Chapter 13A: Meaning of urine electrolytes

INTRODUCTION

Measurement of the urinary electrolyte concentrations, osmolality, and pH play an important role in the diagnosis and management of a variety of disorders. This chapter will briefly review the meaning of these parameters and the settings in which they may be helpful (table 1). It is important to emphasize that there are no fixed normal values, since the kidney varies the rate of excretion to match net dietary intake and endogenous production. Thus, interpretation of a given test requires knowledge of the patient's clinical state. As an example, the urinary excretion of 125 meq of Na+ per day may be appropriate for a subject on a regular diet, but represents inappropriate renal Na+ wasting in a patient who is volume-depleted.

In addition to their clinical usefulness, these tests are simple to perform and are widely available. In most circumstances, a random urine specimen is sufficient, although a 24-h collection to determine the daily rate of solute excretion is occasionally indicated. When K+ depletion is due to extrarenal losses, for example, the urinary K+ excretion should fall below 25 meq/day. A random measurement, however, may be confusing in some patients. If the urine output is only 500 mL/day because of associated volume depletion, then the appropriate excretion of only 20 meq of K+ per day will be associated with an apparently high urine K+ concentration of 40 meq/L (20 meq/day  ÷  0.5 L/day  =  40 meq/L).

SODIUM EXCRETION

The kidney varies the rate of Na+ excretion to maintain the effective circulating volume, a response that is mediated by a variety of factors including the renin-angiotensin-aldosterone system and perhaps atrial natriuretic peptide and related peptides. (See "Chapter 8C: Regulation of renal Na+ excretion".) As a result, the urine Na+ concentration can be used as an estimate of the patient's volume status. In particular, a urine Na+ concentration below 20 meq/L is generally indicative of hypovolemia. This finding is especially useful in the differential diagnosis of both hyponatremia and acute renal failure. The two major causes of hyponatremia are effective volume depletion and the syndrome of inappropriate antidiuretic hormone secretion (SIADH). The urine Na+ concentration should be low in the former, but greater than 40 meq/L in the SIADH, which is characterized by water retention but normal Na+ handling (ie, equal to intake). (See "Evaluation of adults with hyponatremia".)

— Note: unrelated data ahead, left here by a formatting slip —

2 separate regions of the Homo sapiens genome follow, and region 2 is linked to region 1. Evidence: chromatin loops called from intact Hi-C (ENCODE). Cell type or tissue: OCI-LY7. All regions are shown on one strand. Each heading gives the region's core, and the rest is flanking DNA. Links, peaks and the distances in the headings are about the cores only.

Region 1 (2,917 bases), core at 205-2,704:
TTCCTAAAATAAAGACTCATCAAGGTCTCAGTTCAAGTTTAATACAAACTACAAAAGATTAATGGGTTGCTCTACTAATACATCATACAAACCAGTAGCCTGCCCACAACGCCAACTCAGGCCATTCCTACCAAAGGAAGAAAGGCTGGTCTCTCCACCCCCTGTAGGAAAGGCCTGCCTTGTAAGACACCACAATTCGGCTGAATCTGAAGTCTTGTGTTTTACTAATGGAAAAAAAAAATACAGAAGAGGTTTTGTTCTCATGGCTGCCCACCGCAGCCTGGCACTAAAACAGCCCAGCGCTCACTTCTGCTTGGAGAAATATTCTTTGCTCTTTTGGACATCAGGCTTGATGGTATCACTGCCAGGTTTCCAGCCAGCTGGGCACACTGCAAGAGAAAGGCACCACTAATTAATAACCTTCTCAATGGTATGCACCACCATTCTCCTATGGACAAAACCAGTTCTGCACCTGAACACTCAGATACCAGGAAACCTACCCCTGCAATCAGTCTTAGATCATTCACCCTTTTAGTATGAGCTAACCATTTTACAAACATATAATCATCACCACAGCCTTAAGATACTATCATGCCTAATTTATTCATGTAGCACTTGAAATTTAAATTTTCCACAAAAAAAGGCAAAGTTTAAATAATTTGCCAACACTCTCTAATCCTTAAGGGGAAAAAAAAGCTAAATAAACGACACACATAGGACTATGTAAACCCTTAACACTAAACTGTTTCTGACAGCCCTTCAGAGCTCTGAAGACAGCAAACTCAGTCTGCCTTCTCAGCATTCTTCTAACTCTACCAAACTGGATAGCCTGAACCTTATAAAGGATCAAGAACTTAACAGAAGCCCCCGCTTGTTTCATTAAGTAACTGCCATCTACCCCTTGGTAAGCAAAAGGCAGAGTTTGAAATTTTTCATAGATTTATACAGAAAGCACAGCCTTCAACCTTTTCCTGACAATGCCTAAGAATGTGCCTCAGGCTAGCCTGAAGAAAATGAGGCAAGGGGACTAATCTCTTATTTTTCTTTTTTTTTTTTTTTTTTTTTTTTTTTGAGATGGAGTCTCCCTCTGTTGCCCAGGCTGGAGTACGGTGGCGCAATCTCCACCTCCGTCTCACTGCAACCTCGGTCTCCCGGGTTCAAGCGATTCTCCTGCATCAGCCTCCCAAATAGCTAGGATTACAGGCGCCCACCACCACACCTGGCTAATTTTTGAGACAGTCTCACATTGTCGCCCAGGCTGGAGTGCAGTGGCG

Similar considerations apply to acute renal failure which is most often due to volume depletion or acute tubular necrosis [1]. The urine Na+ concentration usually exceeds 40 meq/L in the latter, in part because of the associated tubular damage and a consequent inability to maximally reabsorb Na+ [1-3]. Measuring the fractional excretion of Na+ and the urine osmolality also can help to differentiate between these conditions (see below).

In normal subjects, urinary Na+ excretion roughly equals average dietary intake. Thus, measurement of urinary Na+ excretion (by obtaining a 24-h collection) can be used to check dietary compliance in patients with primary hypertension (formerly called "essential" hypertension). Restriction of Na+ intake is frequently an important component of the therapeutic regimen [4,5], and adequate adherence should result in the excretion of less than 100 meq/day.

     

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Literature review current through: Mar 2014. | This topic last updated: Feb 13, 2008.
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